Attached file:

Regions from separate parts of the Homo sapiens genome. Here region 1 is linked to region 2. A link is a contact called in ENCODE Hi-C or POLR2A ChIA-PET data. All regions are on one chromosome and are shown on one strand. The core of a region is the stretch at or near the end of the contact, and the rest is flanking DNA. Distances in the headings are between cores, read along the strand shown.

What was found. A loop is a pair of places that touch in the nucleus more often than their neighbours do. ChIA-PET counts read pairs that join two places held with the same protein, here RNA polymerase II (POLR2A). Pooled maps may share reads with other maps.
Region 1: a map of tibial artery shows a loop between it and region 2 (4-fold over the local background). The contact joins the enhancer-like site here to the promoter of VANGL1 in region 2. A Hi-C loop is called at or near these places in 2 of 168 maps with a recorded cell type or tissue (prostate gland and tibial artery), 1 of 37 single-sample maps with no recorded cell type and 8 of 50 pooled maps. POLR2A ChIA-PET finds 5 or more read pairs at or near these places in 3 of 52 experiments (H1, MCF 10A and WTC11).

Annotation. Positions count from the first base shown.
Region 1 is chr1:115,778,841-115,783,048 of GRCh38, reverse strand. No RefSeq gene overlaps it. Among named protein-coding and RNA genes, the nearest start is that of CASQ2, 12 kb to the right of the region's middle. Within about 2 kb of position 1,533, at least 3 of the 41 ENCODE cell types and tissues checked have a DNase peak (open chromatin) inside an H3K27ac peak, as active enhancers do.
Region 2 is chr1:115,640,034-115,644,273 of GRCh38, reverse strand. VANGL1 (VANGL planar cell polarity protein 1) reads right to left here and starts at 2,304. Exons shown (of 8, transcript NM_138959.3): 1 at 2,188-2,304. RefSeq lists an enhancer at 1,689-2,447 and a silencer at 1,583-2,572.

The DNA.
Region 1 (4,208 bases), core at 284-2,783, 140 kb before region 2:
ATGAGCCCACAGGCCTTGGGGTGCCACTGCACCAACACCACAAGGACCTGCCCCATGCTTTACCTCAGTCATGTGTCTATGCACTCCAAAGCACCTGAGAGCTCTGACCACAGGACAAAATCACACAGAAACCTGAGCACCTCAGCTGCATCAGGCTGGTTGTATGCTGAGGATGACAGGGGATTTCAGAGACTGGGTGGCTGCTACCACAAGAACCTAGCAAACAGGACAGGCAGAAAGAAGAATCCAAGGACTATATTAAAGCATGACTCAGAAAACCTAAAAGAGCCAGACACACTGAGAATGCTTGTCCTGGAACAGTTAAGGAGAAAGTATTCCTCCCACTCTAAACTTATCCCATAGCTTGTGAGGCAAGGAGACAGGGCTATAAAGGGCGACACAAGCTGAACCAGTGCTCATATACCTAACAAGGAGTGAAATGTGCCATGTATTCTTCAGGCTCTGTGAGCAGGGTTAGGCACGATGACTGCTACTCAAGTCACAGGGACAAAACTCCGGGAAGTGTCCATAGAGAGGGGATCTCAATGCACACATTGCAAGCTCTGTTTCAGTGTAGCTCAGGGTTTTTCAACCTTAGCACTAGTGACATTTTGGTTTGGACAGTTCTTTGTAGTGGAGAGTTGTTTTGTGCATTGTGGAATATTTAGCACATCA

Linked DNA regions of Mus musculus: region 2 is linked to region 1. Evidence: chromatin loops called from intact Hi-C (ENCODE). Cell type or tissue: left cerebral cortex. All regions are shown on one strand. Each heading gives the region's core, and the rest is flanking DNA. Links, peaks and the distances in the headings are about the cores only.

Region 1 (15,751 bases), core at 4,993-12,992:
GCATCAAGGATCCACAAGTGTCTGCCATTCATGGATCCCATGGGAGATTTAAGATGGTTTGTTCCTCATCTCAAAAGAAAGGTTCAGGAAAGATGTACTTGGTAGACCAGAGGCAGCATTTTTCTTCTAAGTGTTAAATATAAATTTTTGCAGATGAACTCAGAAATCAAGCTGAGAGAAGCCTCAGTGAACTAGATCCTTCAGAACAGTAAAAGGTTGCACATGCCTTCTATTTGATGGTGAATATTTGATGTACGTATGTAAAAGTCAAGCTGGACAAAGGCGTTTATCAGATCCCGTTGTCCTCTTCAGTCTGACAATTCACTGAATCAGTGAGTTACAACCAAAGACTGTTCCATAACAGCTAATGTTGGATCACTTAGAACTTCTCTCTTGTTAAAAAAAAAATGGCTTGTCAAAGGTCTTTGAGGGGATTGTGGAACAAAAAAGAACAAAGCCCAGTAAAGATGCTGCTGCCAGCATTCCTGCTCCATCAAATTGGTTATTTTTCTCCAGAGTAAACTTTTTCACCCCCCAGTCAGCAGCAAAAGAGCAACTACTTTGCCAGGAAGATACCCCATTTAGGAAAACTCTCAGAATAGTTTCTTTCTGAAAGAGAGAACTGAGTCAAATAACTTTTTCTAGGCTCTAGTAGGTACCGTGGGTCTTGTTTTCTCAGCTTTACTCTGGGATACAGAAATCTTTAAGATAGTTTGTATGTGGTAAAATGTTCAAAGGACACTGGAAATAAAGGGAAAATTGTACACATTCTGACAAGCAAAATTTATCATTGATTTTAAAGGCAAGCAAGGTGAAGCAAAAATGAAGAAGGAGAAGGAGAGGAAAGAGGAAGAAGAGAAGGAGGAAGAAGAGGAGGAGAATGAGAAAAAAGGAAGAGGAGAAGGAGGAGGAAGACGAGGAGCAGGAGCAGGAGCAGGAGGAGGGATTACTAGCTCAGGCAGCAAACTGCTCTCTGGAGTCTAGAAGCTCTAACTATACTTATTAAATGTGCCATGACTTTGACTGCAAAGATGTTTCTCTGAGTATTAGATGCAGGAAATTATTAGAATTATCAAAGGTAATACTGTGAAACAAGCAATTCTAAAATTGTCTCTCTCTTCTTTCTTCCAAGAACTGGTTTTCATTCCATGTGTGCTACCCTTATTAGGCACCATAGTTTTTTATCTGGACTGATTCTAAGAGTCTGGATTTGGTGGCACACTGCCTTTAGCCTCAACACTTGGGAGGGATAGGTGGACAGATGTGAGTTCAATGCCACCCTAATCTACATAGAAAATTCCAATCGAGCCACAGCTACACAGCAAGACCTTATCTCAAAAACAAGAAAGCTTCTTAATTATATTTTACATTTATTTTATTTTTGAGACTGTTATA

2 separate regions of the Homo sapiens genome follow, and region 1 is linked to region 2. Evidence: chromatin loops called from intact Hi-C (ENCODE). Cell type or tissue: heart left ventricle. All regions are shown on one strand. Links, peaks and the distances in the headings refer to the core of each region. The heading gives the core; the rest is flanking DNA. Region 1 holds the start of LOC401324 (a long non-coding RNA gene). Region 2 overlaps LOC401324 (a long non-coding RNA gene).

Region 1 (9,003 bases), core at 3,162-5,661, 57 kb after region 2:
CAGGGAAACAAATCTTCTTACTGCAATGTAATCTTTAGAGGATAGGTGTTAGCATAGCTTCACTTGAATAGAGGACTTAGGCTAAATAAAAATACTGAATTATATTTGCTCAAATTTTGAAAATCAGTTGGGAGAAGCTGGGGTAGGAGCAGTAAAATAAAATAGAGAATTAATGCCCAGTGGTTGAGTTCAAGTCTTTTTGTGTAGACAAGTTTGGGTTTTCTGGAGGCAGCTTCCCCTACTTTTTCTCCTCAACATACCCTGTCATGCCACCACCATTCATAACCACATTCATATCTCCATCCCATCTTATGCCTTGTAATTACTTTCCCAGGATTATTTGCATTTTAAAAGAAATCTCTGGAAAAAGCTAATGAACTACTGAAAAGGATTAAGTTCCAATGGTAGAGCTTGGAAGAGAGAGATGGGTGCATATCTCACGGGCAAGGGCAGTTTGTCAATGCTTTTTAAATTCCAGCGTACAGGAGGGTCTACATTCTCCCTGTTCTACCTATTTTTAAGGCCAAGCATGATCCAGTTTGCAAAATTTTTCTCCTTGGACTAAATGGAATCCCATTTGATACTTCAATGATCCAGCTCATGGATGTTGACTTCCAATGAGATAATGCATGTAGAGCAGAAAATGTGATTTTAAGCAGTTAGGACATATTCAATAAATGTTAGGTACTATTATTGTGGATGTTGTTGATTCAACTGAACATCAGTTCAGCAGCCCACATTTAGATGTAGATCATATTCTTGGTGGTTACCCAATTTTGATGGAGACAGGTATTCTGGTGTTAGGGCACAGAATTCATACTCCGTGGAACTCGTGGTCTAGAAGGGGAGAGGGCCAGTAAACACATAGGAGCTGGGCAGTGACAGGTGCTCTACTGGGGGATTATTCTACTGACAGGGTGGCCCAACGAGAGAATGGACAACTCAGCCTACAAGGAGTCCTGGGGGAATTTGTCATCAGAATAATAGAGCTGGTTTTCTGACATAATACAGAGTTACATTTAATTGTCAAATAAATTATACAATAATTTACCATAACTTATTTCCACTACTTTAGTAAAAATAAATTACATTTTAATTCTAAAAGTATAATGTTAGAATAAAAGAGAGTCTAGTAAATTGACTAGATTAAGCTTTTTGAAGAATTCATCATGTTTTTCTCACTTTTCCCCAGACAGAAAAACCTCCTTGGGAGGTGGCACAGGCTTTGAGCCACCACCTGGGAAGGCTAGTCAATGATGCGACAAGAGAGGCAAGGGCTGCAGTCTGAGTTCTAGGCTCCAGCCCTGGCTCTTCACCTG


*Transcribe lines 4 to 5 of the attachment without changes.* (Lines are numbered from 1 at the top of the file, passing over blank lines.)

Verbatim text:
Annotation. Positions count from the first base shown.
Region 1 is chr1:115,778,841-115,783,048 of GRCh38, reverse strand. No RefSeq gene overlaps it. Among named protein-coding and RNA genes, the nearest start is that of CASQ2, 12 kb to the right of the region's middle. Within about 2 kb of position 1,533, at least 3 of the 41 ENCODE cell types and tissues checked have a DNase peak (open chromatin) inside an H3K27ac peak, as active enhancers do.